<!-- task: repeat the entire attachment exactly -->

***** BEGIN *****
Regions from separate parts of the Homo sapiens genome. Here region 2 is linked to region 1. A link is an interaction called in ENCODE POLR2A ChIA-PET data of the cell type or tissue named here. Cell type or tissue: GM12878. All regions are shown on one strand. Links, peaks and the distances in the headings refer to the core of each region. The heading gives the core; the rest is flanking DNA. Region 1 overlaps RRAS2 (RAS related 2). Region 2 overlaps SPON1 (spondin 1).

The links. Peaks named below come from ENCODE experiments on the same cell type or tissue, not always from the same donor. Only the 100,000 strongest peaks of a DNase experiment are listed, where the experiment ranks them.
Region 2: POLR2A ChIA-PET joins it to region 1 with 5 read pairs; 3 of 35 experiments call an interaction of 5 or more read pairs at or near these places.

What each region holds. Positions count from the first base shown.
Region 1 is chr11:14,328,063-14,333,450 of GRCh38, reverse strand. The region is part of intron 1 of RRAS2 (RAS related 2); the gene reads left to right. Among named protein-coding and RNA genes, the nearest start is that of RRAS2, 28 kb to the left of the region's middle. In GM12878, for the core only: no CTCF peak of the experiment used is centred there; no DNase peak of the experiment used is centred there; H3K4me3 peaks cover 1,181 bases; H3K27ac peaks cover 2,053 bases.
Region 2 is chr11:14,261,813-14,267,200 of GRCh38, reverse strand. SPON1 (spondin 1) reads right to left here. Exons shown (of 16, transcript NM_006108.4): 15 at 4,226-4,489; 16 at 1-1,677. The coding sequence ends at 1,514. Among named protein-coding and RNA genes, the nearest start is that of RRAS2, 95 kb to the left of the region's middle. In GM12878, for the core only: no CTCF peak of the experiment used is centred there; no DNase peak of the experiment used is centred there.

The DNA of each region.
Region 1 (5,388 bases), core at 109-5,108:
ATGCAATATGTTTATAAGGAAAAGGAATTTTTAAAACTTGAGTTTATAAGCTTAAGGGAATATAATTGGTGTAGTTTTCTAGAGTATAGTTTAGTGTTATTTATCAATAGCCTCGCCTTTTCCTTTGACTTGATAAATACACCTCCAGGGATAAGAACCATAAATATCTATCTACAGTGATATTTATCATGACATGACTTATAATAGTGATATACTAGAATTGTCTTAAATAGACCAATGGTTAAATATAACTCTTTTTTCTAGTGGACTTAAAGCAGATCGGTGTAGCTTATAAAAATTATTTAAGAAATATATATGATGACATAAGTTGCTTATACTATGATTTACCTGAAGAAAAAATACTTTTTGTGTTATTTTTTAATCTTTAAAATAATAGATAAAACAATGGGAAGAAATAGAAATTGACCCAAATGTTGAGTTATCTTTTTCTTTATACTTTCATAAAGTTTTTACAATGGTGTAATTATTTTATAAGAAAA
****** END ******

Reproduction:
Regions from separate parts of the Homo sapiens genome. Here region 2 is linked to region 1. A link is an interaction called in ENCODE POLR2A ChIA-PET data of the cell type or tissue named here. Cell type or tissue: GM12878. All regions are shown on one strand. Links, peaks and the distances in the headings refer to the core of each region. The heading gives the core; the rest is flanking DNA. Region 1 overlaps RRAS2 (RAS related 2). Region 2 overlaps SPON1 (spondin 1).

The links. Peaks named below come from ENCODE experiments on the same cell type or tissue, not always from the same donor. Only the 100,000 strongest peaks of a DNase experiment are listed, where the experiment ranks them.
Region 2: POLR2A ChIA-PET joins it to region 1 with 5 read pairs; 3 of 35 experiments call an interaction of 5 or more read pairs at or near these places.

What each region holds. Positions count from the first base shown.
Region 1 is chr11:14,328,063-14,333,450 of GRCh38, reverse strand. The region is part of intron 1 of RRAS2 (RAS related 2); the gene reads left to right. Among named protein-coding and RNA genes, the nearest start is that of RRAS2, 28 kb to the left of the region's middle. In GM12878, for the core only: no CTCF peak of the experiment used is centred there; no DNase peak of the experiment used is centred there; H3K4me3 peaks cover 1,181 bases; H3K27ac peaks cover 2,053 bases.
Region 2 is chr11:14,261,813-14,267,200 of GRCh38, reverse strand. SPON1 (spondin 1) reads right to left here. Exons shown (of 16, transcript NM_006108.4): 15 at 4,226-4,489; 16 at 1-1,677. The coding sequence ends at 1,514. Among named protein-coding and RNA genes, the nearest start is that of RRAS2, 95 kb to the left of the region's middle. In GM12878, for the core only: no CTCF peak of the experiment used is centred there; no DNase peak of the experiment used is centred there.

The DNA of each region.
Region 1 (5,388 bases), core at 109-5,108:
ATGCAATATGTTTATAAGGAAAAGGAATTTTTAAAACTTGAGTTTATAAGCTTAAGGGAATATAATTGGTGTAGTTTTCTAGAGTATAGTTTAGTGTTATTTATCAATAGCCTCGCCTTTTCCTTTGACTTGATAAATACACCTCCAGGGATAAGAACCATAAATATCTATCTACAGTGATATTTATCATGACATGACTTATAATAGTGATATACTAGAATTGTCTTAAATAGACCAATGGTTAAATATAACTCTTTTTTCTAGTGGACTTAAAGCAGATCGGTGTAGCTTATAAAAATTATTTAAGAAATATATATGATGACATAAGTTGCTTATACTATGATTTACCTGAAGAAAAAATACTTTTTGTGTTATTTTTTAATCTTTAAAATAATAGATAAAACAATGGGAAGAAATAGAAATTGACCCAAATGTTGAGTTATCTTTTTCTTTATACTTTCATAAAGTTTTTACAATGGTGTAATTATTTTATAAGAAAA